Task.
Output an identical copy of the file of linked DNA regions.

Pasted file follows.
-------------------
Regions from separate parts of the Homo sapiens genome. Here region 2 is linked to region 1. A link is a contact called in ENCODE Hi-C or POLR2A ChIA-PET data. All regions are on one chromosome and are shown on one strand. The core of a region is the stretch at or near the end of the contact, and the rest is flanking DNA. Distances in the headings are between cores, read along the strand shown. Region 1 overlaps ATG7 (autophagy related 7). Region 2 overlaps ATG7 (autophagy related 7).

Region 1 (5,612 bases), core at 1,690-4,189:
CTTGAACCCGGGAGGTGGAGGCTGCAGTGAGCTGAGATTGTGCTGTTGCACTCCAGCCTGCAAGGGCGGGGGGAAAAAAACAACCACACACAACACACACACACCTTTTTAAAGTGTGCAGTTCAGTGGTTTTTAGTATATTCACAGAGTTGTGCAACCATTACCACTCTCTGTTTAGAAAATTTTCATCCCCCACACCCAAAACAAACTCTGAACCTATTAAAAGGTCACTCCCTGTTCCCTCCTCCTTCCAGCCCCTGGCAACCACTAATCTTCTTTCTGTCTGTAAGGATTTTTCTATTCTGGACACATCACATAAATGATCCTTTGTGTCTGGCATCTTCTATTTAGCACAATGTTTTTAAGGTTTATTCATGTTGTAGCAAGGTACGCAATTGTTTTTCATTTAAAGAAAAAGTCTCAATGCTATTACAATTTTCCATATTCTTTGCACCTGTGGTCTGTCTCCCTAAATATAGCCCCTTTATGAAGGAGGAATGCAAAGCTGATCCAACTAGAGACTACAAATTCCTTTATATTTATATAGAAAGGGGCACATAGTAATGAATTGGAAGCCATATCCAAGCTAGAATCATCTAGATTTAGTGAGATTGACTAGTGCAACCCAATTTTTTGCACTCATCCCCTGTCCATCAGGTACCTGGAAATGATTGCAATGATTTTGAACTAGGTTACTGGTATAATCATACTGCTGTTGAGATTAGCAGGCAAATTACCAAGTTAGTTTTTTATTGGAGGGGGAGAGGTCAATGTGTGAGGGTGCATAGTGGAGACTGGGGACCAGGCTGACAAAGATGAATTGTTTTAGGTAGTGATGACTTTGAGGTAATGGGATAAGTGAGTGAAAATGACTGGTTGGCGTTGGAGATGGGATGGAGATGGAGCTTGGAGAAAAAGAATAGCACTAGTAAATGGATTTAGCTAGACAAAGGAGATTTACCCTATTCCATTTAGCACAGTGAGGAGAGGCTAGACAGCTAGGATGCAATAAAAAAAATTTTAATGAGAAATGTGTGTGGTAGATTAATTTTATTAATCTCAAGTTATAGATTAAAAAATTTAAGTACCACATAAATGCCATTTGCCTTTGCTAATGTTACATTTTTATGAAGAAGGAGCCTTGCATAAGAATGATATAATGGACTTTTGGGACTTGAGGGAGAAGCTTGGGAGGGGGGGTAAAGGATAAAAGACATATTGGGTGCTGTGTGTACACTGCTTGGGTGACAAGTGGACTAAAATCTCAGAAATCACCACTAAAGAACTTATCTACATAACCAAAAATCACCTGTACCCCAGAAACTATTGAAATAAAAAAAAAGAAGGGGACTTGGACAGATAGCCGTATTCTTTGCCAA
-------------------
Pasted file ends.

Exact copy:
Regions from separate parts of the Homo sapiens genome. Here region 2 is linked to region 1. A link is a contact called in ENCODE Hi-C or POLR2A ChIA-PET data. All regions are on one chromosome and are shown on one strand. The core of a region is the stretch at or near the end of the contact, and the rest is flanking DNA. Distances in the headings are between cores, read along the strand shown. Region 1 overlaps ATG7 (autophagy related 7). Region 2 overlaps ATG7 (autophagy related 7).

Region 1 (5,612 bases), core at 1,690-4,189:
CTTGAACCCGGGAGGTGGAGGCTGCAGTGAGCTGAGATTGTGCTGTTGCACTCCAGCCTGCAAGGGCGGGGGGAAAAAAACAACCACACACAACACACACACACCTTTTTAAAGTGTGCAGTTCAGTGGTTTTTAGTATATTCACAGAGTTGTGCAACCATTACCACTCTCTGTTTAGAAAATTTTCATCCCCCACACCCAAAACAAACTCTGAACCTATTAAAAGGTCACTCCCTGTTCCCTCCTCCTTCCAGCCCCTGGCAACCACTAATCTTCTTTCTGTCTGTAAGGATTTTTCTATTCTGGACACATCACATAAATGATCCTTTGTGTCTGGCATCTTCTATTTAGCACAATGTTTTTAAGGTTTATTCATGTTGTAGCAAGGTACGCAATTGTTTTTCATTTAAAGAAAAAGTCTCAATGCTATTACAATTTTCCATATTCTTTGCACCTGTGGTCTGTCTCCCTAAATATAGCCCCTTTATGAAGGAGGAATGCAAAGCTGATCCAACTAGAGACTACAAATTCCTTTATATTTATATAGAAAGGGGCACATAGTAATGAATTGGAAGCCATATCCAAGCTAGAATCATCTAGATTTAGTGAGATTGACTAGTGCAACCCAATTTTTTGCACTCATCCCCTGTCCATCAGGTACCTGGAAATGATTGCAATGATTTTGAACTAGGTTACTGGTATAATCATACTGCTGTTGAGATTAGCAGGCAAATTACCAAGTTAGTTTTTTATTGGAGGGGGAGAGGTCAATGTGTGAGGGTGCATAGTGGAGACTGGGGACCAGGCTGACAAAGATGAATTGTTTTAGGTAGTGATGACTTTGAGGTAATGGGATAAGTGAGTGAAAATGACTGGTTGGCGTTGGAGATGGGATGGAGATGGAGCTTGGAGAAAAAGAATAGCACTAGTAAATGGATTTAGCTAGACAAAGGAGATTTACCCTATTCCATTTAGCACAGTGAGGAGAGGCTAGACAGCTAGGATGCAATAAAAAAAATTTTAATGAGAAATGTGTGTGGTAGATTAATTTTATTAATCTCAAGTTATAGATTAAAAAATTTAAGTACCACATAAATGCCATTTGCCTTTGCTAATGTTACATTTTTATGAAGAAGGAGCCTTGCATAAGAATGATATAATGGACTTTTGGGACTTGAGGGAGAAGCTTGGGAGGGGGGGTAAAGGATAAAAGACATATTGGGTGCTGTGTGTACACTGCTTGGGTGACAAGTGGACTAAAATCTCAGAAATCACCACTAAAGAACTTATCTACATAACCAAAAATCACCTGTACCCCAGAAACTATTGAAATAAAAAAAAAGAAGGGGACTTGGACAGATAGCCGTATTCTTTGCCAA